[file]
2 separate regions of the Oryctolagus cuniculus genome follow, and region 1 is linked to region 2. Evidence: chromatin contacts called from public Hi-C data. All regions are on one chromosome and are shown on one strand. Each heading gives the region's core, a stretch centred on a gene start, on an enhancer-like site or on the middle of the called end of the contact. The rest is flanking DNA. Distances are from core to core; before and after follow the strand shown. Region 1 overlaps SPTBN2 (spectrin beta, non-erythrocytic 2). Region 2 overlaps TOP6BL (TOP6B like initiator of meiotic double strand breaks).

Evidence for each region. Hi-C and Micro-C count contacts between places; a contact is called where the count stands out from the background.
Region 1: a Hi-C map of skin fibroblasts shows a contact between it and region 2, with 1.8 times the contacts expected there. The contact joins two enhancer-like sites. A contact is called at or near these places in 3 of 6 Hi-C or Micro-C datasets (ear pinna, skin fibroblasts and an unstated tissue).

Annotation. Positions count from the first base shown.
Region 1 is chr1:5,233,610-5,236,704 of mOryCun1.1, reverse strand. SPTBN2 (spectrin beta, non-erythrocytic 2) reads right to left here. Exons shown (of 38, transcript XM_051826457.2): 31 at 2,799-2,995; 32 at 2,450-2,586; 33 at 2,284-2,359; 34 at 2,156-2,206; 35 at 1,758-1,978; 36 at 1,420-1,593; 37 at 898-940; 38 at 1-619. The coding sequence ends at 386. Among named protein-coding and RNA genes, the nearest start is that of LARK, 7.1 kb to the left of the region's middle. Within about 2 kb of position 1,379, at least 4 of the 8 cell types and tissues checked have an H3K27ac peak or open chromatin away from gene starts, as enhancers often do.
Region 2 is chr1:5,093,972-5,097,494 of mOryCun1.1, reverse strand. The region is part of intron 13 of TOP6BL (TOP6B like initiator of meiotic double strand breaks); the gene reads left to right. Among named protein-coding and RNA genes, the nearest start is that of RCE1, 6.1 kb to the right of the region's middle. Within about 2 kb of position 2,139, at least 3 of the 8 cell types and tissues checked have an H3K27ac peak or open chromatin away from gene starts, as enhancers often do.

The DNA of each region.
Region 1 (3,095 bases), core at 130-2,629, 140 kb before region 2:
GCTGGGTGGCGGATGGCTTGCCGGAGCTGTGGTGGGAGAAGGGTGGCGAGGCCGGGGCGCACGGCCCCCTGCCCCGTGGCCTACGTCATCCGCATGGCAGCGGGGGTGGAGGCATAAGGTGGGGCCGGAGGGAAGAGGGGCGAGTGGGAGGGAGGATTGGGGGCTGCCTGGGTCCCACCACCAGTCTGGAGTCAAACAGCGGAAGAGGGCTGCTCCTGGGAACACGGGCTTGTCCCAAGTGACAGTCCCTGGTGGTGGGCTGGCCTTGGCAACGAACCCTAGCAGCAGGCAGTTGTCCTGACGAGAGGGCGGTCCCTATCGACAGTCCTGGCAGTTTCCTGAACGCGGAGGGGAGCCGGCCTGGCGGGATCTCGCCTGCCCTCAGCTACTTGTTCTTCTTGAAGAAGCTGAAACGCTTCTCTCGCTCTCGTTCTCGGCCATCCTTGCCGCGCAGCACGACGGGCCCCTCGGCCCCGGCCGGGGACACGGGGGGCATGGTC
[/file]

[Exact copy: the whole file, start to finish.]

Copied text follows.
2 separate regions of the Oryctolagus cuniculus genome follow, and region 1 is linked to region 2. Evidence: chromatin contacts called from public Hi-C data. All regions are on one chromosome and are shown on one strand. Each heading gives the region's core, a stretch centred on a gene start, on an enhancer-like site or on the middle of the called end of the contact. The rest is flanking DNA. Distances are from core to core; before and after follow the strand shown. Region 1 overlaps SPTBN2 (spectrin beta, non-erythrocytic 2). Region 2 overlaps TOP6BL (TOP6B like initiator of meiotic double strand breaks).

Evidence for each region. Hi-C and Micro-C count contacts between places; a contact is called where the count stands out from the background.
Region 1: a Hi-C map of skin fibroblasts shows a contact between it and region 2, with 1.8 times the contacts expected there. The contact joins two enhancer-like sites. A contact is called at or near these places in 3 of 6 Hi-C or Micro-C datasets (ear pinna, skin fibroblasts and an unstated tissue).

Annotation. Positions count from the first base shown.
Region 1 is chr1:5,233,610-5,236,704 of mOryCun1.1, reverse strand. SPTBN2 (spectrin beta, non-erythrocytic 2) reads right to left here. Exons shown (of 38, transcript XM_051826457.2): 31 at 2,799-2,995; 32 at 2,450-2,586; 33 at 2,284-2,359; 34 at 2,156-2,206; 35 at 1,758-1,978; 36 at 1,420-1,593; 37 at 898-940; 38 at 1-619. The coding sequence ends at 386. Among named protein-coding and RNA genes, the nearest start is that of LARK, 7.1 kb to the left of the region's middle. Within about 2 kb of position 1,379, at least 4 of the 8 cell types and tissues checked have an H3K27ac peak or open chromatin away from gene starts, as enhancers often do.
Region 2 is chr1:5,093,972-5,097,494 of mOryCun1.1, reverse strand. The region is part of intron 13 of TOP6BL (TOP6B like initiator of meiotic double strand breaks); the gene reads left to right. Among named protein-coding and RNA genes, the nearest start is that of RCE1, 6.1 kb to the right of the region's middle. Within about 2 kb of position 2,139, at least 3 of the 8 cell types and tissues checked have an H3K27ac peak or open chromatin away from gene starts, as enhancers often do.

The DNA of each region.
Region 1 (3,095 bases), core at 130-2,629, 140 kb before region 2:
GCTGGGTGGCGGATGGCTTGCCGGAGCTGTGGTGGGAGAAGGGTGGCGAGGCCGGGGCGCACGGCCCCCTGCCCCGTGGCCTACGTCATCCGCATGGCAGCGGGGGTGGAGGCATAAGGTGGGGCCGGAGGGAAGAGGGGCGAGTGGGAGGGAGGATTGGGGGCTGCCTGGGTCCCACCACCAGTCTGGAGTCAAACAGCGGAAGAGGGCTGCTCCTGGGAACACGGGCTTGTCCCAAGTGACAGTCCCTGGTGGTGGGCTGGCCTTGGCAACGAACCCTAGCAGCAGGCAGTTGTCCTGACGAGAGGGCGGTCCCTATCGACAGTCCTGGCAGTTTCCTGAACGCGGAGGGGAGCCGGCCTGGCGGGATCTCGCCTGCCCTCAGCTACTTGTTCTTCTTGAAGAAGCTGAAACGCTTCTCTCGCTCTCGTTCTCGGCCATCCTTGCCGCGCAGCACGACGGGCCCCTCGGCCCCGGCCGGGGACACGGGGGGCATGGTC